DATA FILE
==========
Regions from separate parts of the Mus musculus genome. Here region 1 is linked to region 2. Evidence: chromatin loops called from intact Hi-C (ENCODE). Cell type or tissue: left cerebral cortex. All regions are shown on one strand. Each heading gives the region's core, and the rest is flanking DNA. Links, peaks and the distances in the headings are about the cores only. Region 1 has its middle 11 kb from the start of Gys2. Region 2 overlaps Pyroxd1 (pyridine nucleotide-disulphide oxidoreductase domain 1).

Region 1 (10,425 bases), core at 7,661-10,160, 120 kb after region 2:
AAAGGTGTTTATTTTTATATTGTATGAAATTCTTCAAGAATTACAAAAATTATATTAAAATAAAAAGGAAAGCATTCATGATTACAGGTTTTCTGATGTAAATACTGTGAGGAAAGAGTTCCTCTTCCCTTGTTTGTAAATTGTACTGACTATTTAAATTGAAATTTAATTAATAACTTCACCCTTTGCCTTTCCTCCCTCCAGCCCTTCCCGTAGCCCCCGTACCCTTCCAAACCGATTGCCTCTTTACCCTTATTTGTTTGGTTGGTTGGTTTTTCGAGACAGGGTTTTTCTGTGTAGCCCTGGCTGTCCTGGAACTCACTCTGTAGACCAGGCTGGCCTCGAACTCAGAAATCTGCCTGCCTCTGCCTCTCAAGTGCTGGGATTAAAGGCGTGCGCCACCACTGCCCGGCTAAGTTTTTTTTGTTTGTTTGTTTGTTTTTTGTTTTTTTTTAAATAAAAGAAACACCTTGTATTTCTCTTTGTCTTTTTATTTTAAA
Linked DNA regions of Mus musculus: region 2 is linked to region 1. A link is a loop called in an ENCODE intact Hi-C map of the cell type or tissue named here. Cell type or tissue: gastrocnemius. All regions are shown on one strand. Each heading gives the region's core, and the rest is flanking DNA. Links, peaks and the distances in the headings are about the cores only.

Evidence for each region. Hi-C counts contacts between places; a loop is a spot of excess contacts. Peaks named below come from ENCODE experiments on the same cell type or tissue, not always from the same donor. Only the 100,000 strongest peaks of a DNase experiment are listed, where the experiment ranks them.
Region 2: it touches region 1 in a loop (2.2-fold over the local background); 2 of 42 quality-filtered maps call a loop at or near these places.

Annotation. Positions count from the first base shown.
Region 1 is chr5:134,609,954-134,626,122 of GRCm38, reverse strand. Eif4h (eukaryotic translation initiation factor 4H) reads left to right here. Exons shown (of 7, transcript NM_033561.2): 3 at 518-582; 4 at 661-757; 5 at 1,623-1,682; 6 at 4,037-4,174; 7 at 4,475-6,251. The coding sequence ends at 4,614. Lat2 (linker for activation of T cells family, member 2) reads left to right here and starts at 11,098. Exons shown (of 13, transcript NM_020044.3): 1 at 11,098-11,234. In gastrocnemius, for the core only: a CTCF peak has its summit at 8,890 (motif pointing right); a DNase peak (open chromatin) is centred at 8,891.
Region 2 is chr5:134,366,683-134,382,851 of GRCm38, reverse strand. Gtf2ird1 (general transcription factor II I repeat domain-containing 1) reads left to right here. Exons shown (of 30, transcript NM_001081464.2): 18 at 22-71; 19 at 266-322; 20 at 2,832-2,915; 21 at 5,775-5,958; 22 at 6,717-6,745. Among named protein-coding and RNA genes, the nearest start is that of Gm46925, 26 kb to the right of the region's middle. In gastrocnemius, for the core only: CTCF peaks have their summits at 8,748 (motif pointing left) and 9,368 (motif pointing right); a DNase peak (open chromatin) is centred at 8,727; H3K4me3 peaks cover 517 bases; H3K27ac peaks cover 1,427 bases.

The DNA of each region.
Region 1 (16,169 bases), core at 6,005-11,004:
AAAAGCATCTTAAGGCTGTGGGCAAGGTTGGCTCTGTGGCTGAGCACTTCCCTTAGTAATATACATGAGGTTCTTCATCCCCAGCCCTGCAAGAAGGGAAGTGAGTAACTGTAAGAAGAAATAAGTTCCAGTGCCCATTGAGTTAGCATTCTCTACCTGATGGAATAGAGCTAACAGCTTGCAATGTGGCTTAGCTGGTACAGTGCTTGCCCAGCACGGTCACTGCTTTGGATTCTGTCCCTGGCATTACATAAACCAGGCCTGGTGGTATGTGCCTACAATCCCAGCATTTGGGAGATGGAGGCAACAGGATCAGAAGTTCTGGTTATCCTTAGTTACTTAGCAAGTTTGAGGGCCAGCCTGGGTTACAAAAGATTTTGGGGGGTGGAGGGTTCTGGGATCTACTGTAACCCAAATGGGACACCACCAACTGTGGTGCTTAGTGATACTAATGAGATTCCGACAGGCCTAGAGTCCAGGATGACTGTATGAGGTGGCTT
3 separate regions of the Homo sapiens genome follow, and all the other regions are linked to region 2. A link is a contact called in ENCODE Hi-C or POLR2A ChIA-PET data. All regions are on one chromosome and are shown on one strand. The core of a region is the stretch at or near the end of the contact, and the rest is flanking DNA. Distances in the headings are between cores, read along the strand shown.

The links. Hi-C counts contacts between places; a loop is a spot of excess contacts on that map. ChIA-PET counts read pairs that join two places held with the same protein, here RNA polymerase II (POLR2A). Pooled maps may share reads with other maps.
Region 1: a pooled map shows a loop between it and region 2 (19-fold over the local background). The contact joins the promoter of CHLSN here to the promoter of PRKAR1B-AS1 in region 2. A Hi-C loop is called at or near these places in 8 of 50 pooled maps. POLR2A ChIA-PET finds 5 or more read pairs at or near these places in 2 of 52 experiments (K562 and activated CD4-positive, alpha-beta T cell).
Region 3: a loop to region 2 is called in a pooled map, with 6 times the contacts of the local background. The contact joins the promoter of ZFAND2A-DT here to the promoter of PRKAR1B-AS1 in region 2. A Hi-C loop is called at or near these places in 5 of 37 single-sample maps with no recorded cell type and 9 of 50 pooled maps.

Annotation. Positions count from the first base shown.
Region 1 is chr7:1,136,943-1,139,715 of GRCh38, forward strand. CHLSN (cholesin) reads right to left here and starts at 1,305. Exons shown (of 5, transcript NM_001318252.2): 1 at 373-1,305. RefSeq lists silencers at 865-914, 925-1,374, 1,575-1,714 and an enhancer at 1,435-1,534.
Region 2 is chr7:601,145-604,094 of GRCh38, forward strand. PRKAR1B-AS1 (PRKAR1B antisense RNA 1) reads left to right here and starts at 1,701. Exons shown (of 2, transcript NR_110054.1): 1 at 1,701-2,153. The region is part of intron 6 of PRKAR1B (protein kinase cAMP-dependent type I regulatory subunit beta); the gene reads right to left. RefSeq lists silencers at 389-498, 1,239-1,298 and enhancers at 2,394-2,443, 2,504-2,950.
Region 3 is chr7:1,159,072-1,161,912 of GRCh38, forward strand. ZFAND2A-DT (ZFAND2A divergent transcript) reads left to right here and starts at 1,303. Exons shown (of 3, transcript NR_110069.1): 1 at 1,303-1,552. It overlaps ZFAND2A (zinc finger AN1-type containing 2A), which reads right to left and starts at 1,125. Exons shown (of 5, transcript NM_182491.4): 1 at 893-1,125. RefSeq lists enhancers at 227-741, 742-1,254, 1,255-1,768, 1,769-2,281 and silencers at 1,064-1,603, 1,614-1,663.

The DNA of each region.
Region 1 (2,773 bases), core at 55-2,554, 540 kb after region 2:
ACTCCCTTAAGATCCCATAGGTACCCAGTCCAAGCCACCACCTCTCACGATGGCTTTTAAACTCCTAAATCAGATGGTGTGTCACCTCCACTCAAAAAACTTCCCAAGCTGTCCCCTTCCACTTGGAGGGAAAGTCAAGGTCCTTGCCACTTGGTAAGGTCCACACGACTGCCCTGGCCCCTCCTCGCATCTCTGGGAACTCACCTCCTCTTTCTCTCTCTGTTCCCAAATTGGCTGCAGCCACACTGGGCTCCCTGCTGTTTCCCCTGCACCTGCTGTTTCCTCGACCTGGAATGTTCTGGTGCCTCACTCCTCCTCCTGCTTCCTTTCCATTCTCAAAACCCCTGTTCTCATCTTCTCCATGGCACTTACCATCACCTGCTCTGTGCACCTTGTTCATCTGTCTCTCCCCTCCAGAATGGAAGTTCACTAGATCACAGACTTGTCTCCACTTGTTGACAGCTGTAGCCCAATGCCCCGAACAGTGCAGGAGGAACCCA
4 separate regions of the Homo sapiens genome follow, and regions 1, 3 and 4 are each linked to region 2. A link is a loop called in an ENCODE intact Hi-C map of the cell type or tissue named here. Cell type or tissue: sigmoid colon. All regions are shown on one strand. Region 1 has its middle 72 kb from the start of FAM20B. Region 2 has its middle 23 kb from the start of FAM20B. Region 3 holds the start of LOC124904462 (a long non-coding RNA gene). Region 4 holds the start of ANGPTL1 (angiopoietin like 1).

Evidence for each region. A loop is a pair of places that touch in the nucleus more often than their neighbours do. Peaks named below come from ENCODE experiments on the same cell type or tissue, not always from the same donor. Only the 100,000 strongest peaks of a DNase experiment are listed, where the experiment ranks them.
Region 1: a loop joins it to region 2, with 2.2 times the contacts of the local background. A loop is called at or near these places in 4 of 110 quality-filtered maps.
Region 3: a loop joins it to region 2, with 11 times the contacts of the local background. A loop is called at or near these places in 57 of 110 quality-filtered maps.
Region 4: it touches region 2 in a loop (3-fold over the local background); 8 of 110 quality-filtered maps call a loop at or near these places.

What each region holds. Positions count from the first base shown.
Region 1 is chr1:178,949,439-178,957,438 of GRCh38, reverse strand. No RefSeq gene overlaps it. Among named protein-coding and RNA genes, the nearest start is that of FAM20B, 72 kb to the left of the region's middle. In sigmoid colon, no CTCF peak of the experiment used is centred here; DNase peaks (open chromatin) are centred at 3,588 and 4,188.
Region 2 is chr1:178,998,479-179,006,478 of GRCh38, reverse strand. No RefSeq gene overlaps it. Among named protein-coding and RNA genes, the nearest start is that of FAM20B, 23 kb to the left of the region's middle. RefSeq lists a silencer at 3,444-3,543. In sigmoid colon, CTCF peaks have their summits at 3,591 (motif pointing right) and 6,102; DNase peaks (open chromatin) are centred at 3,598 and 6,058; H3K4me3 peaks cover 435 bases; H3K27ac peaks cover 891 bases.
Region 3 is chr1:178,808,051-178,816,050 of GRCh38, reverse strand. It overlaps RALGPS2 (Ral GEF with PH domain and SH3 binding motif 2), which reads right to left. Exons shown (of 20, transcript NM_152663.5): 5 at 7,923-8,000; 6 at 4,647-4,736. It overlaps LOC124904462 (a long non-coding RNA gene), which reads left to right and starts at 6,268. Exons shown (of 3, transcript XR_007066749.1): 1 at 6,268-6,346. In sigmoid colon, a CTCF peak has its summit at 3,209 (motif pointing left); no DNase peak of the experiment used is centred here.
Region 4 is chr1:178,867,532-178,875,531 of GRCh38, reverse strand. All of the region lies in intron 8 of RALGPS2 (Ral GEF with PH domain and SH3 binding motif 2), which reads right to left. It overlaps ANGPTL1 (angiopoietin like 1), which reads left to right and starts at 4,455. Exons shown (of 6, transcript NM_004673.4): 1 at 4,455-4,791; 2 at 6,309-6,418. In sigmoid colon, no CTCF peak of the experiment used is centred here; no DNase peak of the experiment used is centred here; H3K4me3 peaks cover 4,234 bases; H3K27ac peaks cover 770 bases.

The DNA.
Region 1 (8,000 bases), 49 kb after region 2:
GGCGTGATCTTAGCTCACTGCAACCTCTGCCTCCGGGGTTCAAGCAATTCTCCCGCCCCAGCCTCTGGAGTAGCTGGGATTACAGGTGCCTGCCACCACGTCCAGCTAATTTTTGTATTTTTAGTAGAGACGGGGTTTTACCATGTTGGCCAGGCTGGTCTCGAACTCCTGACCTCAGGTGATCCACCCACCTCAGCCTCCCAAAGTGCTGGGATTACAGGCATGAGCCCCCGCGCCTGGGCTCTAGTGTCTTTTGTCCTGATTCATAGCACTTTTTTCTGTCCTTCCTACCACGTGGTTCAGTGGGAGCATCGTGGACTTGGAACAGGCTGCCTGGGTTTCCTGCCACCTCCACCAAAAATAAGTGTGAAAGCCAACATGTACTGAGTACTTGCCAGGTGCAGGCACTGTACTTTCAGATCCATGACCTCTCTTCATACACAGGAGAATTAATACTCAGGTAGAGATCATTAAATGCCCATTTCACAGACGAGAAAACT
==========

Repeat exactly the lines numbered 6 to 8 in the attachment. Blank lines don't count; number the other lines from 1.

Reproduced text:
Region 2: it touches region 1 in a loop (2.2-fold over the local background); 2 of 42 quality-filtered maps call a loop at or near these places.

Annotation. Positions count from the first base shown.
Region 1 is chr5:134,609,954-134,626,122 of GRCm38, reverse strand. Eif4h (eukaryotic translation initiation factor 4H) reads left to right here. Exons shown (of 7, transcript NM_033561.2): 3 at 518-582; 4 at 661-757; 5 at 1,623-1,682; 6 at 4,037-4,174; 7 at 4,475-6,251. The coding sequence ends at 4,614. Lat2 (linker for activation of T cells family, member 2) reads left to right here and starts at 11,098. Exons shown (of 13, transcript NM_020044.3): 1 at 11,098-11,234. In gastrocnemius, for the core only: a CTCF peak has its summit at 8,890 (motif pointing right); a DNase peak (open chromatin) is centred at 8,891.